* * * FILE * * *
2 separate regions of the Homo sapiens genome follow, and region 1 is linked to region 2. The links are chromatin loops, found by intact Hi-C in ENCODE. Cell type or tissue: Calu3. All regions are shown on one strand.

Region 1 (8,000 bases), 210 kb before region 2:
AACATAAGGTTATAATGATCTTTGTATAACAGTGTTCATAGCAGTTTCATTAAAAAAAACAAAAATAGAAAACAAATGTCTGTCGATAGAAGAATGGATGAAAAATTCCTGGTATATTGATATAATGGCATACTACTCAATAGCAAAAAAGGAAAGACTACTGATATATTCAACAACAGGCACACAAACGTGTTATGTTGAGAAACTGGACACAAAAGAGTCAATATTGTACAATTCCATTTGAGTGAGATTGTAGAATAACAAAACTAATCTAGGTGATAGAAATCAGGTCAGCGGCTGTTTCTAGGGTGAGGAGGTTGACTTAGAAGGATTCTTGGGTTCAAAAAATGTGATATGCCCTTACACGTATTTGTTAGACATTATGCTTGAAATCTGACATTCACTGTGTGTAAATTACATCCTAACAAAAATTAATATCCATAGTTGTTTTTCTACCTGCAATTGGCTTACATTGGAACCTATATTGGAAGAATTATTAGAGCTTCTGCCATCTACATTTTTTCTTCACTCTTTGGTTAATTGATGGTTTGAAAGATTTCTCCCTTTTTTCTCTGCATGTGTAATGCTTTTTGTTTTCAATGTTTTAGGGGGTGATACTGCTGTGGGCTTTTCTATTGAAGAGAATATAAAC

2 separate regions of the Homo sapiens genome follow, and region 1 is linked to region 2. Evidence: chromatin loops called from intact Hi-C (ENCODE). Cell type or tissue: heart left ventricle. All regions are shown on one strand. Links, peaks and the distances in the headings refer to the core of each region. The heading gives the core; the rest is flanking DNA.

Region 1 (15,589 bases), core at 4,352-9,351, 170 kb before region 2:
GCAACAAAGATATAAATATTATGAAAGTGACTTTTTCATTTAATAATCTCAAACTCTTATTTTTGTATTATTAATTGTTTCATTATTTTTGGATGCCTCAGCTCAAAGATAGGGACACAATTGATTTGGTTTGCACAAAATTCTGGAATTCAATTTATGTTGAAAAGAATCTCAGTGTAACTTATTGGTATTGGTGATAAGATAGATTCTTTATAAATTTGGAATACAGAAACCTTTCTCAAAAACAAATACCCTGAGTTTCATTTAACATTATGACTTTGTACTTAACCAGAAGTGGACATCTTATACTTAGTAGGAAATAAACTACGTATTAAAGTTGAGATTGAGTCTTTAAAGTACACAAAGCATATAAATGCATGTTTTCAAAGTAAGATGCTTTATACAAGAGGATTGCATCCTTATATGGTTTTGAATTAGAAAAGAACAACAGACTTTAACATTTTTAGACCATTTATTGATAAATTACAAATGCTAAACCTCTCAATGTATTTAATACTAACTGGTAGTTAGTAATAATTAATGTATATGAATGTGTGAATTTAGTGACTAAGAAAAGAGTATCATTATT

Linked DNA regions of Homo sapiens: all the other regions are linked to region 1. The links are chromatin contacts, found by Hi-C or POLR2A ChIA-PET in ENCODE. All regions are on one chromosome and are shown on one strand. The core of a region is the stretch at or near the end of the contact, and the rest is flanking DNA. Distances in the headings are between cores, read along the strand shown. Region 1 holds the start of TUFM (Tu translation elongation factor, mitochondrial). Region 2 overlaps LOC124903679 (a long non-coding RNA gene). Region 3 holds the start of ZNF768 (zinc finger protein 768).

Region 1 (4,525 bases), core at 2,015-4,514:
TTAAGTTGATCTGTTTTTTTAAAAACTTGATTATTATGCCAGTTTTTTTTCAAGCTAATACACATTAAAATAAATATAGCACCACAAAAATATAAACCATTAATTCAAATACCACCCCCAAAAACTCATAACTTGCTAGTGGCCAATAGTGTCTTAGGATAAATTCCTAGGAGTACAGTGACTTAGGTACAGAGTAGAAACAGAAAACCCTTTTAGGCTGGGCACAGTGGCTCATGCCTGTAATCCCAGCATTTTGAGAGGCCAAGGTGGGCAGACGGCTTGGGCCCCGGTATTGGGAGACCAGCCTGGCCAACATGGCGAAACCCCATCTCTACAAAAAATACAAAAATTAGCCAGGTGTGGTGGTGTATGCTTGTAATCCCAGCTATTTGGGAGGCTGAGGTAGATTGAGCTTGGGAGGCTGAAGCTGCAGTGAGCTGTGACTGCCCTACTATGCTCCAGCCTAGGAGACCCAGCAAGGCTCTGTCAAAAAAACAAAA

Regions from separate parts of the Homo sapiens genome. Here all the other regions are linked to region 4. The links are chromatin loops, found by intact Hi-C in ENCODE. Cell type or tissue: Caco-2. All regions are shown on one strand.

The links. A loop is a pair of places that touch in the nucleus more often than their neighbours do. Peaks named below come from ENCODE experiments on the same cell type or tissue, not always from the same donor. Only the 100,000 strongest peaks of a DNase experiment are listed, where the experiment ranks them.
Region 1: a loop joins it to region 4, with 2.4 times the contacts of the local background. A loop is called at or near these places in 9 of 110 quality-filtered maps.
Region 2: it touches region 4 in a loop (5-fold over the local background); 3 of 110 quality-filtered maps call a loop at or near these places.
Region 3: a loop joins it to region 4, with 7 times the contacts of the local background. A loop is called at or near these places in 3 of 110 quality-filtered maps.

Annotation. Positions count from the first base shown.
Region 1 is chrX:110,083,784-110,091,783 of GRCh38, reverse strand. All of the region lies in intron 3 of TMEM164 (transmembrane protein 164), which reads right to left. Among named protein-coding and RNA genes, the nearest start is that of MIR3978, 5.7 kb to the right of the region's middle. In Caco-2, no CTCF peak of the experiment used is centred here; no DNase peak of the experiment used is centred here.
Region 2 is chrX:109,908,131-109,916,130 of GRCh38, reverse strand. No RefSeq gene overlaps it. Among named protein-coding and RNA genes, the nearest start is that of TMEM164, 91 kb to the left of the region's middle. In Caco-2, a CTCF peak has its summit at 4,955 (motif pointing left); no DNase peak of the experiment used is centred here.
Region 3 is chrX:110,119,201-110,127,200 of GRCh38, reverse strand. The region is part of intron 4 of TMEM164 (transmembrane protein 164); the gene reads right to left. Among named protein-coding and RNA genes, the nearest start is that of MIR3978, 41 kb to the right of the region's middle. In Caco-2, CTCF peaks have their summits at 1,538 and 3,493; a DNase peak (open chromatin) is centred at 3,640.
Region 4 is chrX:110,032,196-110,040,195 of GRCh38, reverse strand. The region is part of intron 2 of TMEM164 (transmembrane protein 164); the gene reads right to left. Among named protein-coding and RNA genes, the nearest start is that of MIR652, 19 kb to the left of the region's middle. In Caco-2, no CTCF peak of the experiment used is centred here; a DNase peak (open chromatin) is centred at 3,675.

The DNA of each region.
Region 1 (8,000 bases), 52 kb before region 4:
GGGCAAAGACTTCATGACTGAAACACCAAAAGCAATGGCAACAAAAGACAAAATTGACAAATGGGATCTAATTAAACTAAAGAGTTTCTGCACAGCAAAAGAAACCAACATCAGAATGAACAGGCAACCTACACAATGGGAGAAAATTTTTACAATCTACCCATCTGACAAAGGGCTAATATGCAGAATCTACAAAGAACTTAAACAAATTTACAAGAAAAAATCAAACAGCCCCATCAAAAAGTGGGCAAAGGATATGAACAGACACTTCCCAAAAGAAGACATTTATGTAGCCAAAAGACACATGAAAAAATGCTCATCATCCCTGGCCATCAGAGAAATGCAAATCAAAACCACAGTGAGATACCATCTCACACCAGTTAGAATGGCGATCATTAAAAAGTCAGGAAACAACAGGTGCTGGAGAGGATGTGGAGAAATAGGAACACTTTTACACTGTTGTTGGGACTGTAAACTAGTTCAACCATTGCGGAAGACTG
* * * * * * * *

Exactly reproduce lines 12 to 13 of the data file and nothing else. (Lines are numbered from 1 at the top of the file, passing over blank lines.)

Region 1: a loop joins it to region 4, with 2.4 times the contacts of the local background. A loop is called at or near these places in 9 of 110 quality-filtered maps.
Region 2: it touches region 4 in a loop (5-fold over the local background); 3 of 110 quality-filtered maps call a loop at or near these places.